Rashi’s daughters wrapping tefillin (although there doesn’t seem to be any actual evidence for it). There have been other examples throughout history, both ancient and recent, for which there is evidence. At the same time, none of the women who we know, in fact, wore tefillin, were running around promoting female tefillin use; it was a private matter. Tefillin at their essence are a spiritual tool designed for men. If a gaon, tzadik or rebbe (in the traditional sense, not a graduate of Chicago University’s Jewish Studies program – no disrespect implied) ever privately advised a woman in a specific circumstance to use that tool, to affect a particular effect in her spiritual life, without broadcasting this to the world, it wouldn’t shock me. If a G-d fearing, learned woman (Jewish Studies majors are, again, excluded, from the “learned” adjective, not necessarily the “G-d fearing” – no disrespect implied) chooses to use this tool for some unusual reason, fully understanding the implications, who is anyone else to argue? But in the main this is a tool designed and deployed for the spiritual service of men.
Nevertheless, I recognize that there exist women who feel a strong need to wear tefillin. Some would call this outcome a lack of proper education, understanding or the result of a spiritual identity built on non-normative premises and foundations. Personally, and I mean personally, I think it reeks of the worst sort of misogyny that men, who are spiritually lower, have so inculcated in women a reverence for men, that women think doing as men do is the path to their spiritual aliyah. See my previous article on the subject for more development of that vein.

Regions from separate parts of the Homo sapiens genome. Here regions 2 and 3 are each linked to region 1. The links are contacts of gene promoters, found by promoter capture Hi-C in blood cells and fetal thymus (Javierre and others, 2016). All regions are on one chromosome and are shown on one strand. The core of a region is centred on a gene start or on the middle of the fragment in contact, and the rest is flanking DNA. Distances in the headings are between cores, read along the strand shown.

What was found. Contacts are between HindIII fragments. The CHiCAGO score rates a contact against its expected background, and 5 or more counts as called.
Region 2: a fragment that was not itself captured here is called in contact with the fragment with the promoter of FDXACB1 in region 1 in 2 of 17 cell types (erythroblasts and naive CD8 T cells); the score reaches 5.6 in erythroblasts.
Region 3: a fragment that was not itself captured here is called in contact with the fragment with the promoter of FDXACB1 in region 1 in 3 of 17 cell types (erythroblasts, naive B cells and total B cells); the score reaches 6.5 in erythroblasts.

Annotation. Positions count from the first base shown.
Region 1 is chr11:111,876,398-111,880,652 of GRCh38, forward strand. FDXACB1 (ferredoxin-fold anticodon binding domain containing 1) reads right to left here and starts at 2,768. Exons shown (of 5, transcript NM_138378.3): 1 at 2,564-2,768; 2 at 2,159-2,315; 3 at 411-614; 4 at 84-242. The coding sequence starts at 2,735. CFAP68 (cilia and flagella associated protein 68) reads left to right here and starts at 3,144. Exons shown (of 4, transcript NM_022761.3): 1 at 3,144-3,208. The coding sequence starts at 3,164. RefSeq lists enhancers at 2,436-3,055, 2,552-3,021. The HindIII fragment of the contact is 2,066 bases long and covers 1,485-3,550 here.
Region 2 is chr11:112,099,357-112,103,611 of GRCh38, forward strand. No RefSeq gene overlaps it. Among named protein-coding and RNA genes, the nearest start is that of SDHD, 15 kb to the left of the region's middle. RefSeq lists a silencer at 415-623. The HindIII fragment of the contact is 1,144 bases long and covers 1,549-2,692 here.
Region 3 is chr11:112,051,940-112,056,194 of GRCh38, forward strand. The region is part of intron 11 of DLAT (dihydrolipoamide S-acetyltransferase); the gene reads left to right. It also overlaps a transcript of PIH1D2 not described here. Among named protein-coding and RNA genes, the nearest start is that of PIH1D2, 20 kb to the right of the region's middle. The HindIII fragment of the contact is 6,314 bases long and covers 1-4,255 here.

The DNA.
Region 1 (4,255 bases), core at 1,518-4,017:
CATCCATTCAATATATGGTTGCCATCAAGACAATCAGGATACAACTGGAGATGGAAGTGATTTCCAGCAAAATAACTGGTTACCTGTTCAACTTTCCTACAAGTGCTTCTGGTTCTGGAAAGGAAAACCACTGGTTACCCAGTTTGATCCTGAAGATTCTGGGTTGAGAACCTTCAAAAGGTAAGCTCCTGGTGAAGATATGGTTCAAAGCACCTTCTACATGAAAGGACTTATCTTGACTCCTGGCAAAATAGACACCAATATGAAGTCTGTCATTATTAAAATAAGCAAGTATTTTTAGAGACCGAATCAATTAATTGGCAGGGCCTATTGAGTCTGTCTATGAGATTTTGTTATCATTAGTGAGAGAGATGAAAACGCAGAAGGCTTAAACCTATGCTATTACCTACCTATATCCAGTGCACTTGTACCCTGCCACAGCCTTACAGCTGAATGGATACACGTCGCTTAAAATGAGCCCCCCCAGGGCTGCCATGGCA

Going back to the notion of tefillin as a tool, consider the purpose of that tool, and equate it with something more tangible… say, crutches. G-d gave men spiritual crutches because they couldn’t walk on their own. Women are perfectly healthy; they don’t need crutches. However, because women see that G-d paid more attention to the men in this regard (the way a doctor pays more attention to the sick than the healthy), they equate crutches with greater connection to the divine. So, you’ve got perfectly healthy women demanding to walk around in crutches. Who knows, maybe someone who thinks their legs are broken really might need crutches as much as someone whose legs actually are broken. It’s a curious thing to watch, and some may call it insanity, that healthy people should walk around in crutches. As I said, my life goes on.
In summation, here is my suggestion for responsible action on the part of Jewish men faced with this issue. Whenever a Jewish woman wants to wear tefillin, the first thing an observant Jewish man should do is immediately give her a pair of tefillin, without a second’s delay, and show her how to use them. The more determined she is, the more quickly he should submit, because this isn't about denying women a precious instrument of divine service. And after she's done the deed, he should do what he can to engage her in that very necessary conversation about crutches, and how a supremely healthy and powerful spiritual being like her really doesn’t need them. (But whenever she feels she does, she can borrow his.)
This is the last post on Abu Muqawama. As many of you know, I left the Center for a New American Security (CNAS) in August of 2012 to spend a fellowship ...